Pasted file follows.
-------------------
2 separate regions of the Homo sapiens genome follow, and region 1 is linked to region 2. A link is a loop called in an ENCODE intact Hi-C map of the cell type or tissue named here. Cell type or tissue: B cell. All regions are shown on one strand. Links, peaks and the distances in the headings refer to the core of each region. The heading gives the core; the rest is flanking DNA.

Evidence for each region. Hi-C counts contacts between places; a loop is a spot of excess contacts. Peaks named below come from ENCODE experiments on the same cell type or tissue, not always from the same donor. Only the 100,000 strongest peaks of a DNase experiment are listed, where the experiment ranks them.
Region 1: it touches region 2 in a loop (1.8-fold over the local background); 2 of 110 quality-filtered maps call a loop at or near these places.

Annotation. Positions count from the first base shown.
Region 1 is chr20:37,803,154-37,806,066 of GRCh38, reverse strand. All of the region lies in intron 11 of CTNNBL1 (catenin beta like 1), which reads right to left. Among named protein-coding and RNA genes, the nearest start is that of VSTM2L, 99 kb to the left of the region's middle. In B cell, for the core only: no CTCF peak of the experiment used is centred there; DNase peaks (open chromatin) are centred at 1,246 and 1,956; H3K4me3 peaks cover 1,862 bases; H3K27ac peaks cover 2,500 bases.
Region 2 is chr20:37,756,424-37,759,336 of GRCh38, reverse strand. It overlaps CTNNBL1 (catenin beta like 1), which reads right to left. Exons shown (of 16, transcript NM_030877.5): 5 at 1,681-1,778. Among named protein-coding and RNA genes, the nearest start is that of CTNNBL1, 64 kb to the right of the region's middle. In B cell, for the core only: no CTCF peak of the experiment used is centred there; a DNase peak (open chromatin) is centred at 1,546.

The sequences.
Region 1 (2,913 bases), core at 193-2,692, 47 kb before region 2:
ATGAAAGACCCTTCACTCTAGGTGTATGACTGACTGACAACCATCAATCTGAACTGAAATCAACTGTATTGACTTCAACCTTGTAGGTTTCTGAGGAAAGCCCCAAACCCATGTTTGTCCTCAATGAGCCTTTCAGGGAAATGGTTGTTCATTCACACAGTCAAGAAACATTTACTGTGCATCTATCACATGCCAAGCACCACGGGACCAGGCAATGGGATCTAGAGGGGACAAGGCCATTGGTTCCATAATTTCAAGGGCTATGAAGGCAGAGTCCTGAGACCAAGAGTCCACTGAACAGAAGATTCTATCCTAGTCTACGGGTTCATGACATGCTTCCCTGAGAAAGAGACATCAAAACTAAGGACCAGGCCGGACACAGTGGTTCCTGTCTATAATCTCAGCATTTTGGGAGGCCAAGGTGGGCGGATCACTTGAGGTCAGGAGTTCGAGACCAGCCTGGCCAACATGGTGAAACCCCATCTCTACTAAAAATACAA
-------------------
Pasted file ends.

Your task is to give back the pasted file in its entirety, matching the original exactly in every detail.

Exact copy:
2 separate regions of the Homo sapiens genome follow, and region 1 is linked to region 2. A link is a loop called in an ENCODE intact Hi-C map of the cell type or tissue named here. Cell type or tissue: B cell. All regions are shown on one strand. Links, peaks and the distances in the headings refer to the core of each region. The heading gives the core; the rest is flanking DNA.

Evidence for each region. Hi-C counts contacts between places; a loop is a spot of excess contacts. Peaks named below come from ENCODE experiments on the same cell type or tissue, not always from the same donor. Only the 100,000 strongest peaks of a DNase experiment are listed, where the experiment ranks them.
Region 1: it touches region 2 in a loop (1.8-fold over the local background); 2 of 110 quality-filtered maps call a loop at or near these places.

Annotation. Positions count from the first base shown.
Region 1 is chr20:37,803,154-37,806,066 of GRCh38, reverse strand. All of the region lies in intron 11 of CTNNBL1 (catenin beta like 1), which reads right to left. Among named protein-coding and RNA genes, the nearest start is that of VSTM2L, 99 kb to the left of the region's middle. In B cell, for the core only: no CTCF peak of the experiment used is centred there; DNase peaks (open chromatin) are centred at 1,246 and 1,956; H3K4me3 peaks cover 1,862 bases; H3K27ac peaks cover 2,500 bases.
Region 2 is chr20:37,756,424-37,759,336 of GRCh38, reverse strand. It overlaps CTNNBL1 (catenin beta like 1), which reads right to left. Exons shown (of 16, transcript NM_030877.5): 5 at 1,681-1,778. Among named protein-coding and RNA genes, the nearest start is that of CTNNBL1, 64 kb to the right of the region's middle. In B cell, for the core only: no CTCF peak of the experiment used is centred there; a DNase peak (open chromatin) is centred at 1,546.

The sequences.
Region 1 (2,913 bases), core at 193-2,692, 47 kb before region 2:
ATGAAAGACCCTTCACTCTAGGTGTATGACTGACTGACAACCATCAATCTGAACTGAAATCAACTGTATTGACTTCAACCTTGTAGGTTTCTGAGGAAAGCCCCAAACCCATGTTTGTCCTCAATGAGCCTTTCAGGGAAATGGTTGTTCATTCACACAGTCAAGAAACATTTACTGTGCATCTATCACATGCCAAGCACCACGGGACCAGGCAATGGGATCTAGAGGGGACAAGGCCATTGGTTCCATAATTTCAAGGGCTATGAAGGCAGAGTCCTGAGACCAAGAGTCCACTGAACAGAAGATTCTATCCTAGTCTACGGGTTCATGACATGCTTCCCTGAGAAAGAGACATCAAAACTAAGGACCAGGCCGGACACAGTGGTTCCTGTCTATAATCTCAGCATTTTGGGAGGCCAAGGTGGGCGGATCACTTGAGGTCAGGAGTTCGAGACCAGCCTGGCCAACATGGTGAAACCCCATCTCTACTAAAAATACAA